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Construction workers build a new home in Oakville, Ont., on April 14, 2009.

NATHAN DENETTE/The Canadian Press

Ontario bucked a national trend that saw the pace of construction of new homes slow in July, the Canada Mortgage and Housing Corp. said Friday.

CMHC’s seasonally adjusted annualized rate of housing starts fell by 9.6 per cent in July to 222,013, compared with 245,455 in June.

However, the decline was smaller than expected and CMHC’s six-month trend rose to 208,970 units from 205,765 units in June.

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Economists had estimated a seasonally adjusted annualized rate of 203,500, according to financial markets data firm Refinitiv.

CMHC said housing starts in urban areas fell by 10.4 per cent in July to 209,122 — led by a 12 per cent decline in multiple-unit dwellings to 162,722 units. Single detached urban starts fell 4.6 per cent to 46,400 units.

Housing starts in rural areas rose 7.9 per cent to a seasonally adjusted annual rate of 12,891 units.

The “national trend” in housing starts increased in July, despite the reduced seasonally adjusted number, said Bob Dugan, CMHC’s chief economist, in a statement.

“High levels of activity in apartment and row starts in urban centres in recent months continued to be reflected in the high level of the total starts trend in July.”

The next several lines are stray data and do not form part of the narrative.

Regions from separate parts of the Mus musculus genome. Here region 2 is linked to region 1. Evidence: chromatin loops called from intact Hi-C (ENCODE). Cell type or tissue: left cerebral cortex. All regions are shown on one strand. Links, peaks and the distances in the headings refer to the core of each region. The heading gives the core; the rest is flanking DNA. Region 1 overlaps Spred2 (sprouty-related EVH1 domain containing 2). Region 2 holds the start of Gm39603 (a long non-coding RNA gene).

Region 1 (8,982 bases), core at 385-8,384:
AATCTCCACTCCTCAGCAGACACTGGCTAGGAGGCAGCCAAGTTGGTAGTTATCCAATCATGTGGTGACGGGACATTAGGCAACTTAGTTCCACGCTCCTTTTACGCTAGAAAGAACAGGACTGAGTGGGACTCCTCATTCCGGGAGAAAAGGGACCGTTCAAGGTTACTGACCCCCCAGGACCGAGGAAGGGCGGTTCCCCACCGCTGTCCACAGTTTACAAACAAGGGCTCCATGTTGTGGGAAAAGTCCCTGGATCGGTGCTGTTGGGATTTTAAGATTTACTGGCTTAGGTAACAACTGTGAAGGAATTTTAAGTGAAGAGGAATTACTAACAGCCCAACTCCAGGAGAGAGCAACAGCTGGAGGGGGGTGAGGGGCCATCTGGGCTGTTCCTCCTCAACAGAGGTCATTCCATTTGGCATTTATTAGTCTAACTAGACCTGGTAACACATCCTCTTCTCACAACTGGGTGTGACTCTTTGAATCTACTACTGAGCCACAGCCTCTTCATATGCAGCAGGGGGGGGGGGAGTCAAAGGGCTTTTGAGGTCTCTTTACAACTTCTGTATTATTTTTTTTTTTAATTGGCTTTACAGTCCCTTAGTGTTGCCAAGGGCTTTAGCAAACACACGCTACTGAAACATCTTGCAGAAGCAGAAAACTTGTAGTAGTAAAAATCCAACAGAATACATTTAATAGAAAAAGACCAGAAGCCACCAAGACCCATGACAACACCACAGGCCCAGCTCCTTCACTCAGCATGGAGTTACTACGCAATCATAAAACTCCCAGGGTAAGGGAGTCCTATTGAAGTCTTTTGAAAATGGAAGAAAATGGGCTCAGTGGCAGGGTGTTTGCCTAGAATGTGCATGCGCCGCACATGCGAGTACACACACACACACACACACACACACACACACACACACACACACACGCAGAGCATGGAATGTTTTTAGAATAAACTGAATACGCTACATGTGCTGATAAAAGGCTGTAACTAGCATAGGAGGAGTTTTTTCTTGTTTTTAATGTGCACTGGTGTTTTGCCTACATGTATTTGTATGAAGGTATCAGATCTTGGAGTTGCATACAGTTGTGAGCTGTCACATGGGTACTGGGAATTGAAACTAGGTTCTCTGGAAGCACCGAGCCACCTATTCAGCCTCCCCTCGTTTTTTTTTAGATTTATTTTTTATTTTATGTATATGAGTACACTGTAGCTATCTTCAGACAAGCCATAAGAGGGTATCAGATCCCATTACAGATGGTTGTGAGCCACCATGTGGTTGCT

While seasonally adjusted urban starts in the country’s largest province increased 4.2 per cent, they fell elsewhere led by a 43 per cent drop in Atlantic Canada and down 15 per cent in B.C., 9.6 per cent in Alberta and 8.2 per cent in Quebec.

July home starts fell five per cent in Toronto, 23 per cent in Vancouver and 37 per cent in Montreal.

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After a 25-per-cent surge in June that was the highest level since 1990, housing starts returned to more sustainable levels in July, said Krishen Rangasamy, senior economist with the National Bank of Canada.

That’s in line with the bank’s view of Canadian economic growth after a blockbuster second quarter, he wrote in a report.

“That’s not to say, however, residential construction is doomed for the rest of 2019. Note that in the last 12 months, there’s been an unusually large gap developing between permit applications and housing starts, perhaps reflecting builder caution amid uncertainties with regards to the economic outlook.”

Despite July’s drop, he continues to forecast that housing starts will average roughly 200,000 this year.

Sri Thanabalasingam, an economist for TD Economics, said declines across most provinces were more muted than anticipated last month, standing above their year-to-date averages.

“These data suggest that while residential investment is slowing, it will remain healthy in Q3,” he wrote.

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Homebuilding also appears more robust with solid fundamentals such as increasing population, low interest rates and rising wages suggesting that “residential investment could see sustained healthy gains through the second half of this year, he added.

But Royce Mendes, senior economist at CIBC World Markets said that after a decent start to the second half of the year, there are still headwinds for the Canadian housing markets.

“As a result, following healthy growth in the second quarter, residential construction could cool back down over the final six months of 2019.”

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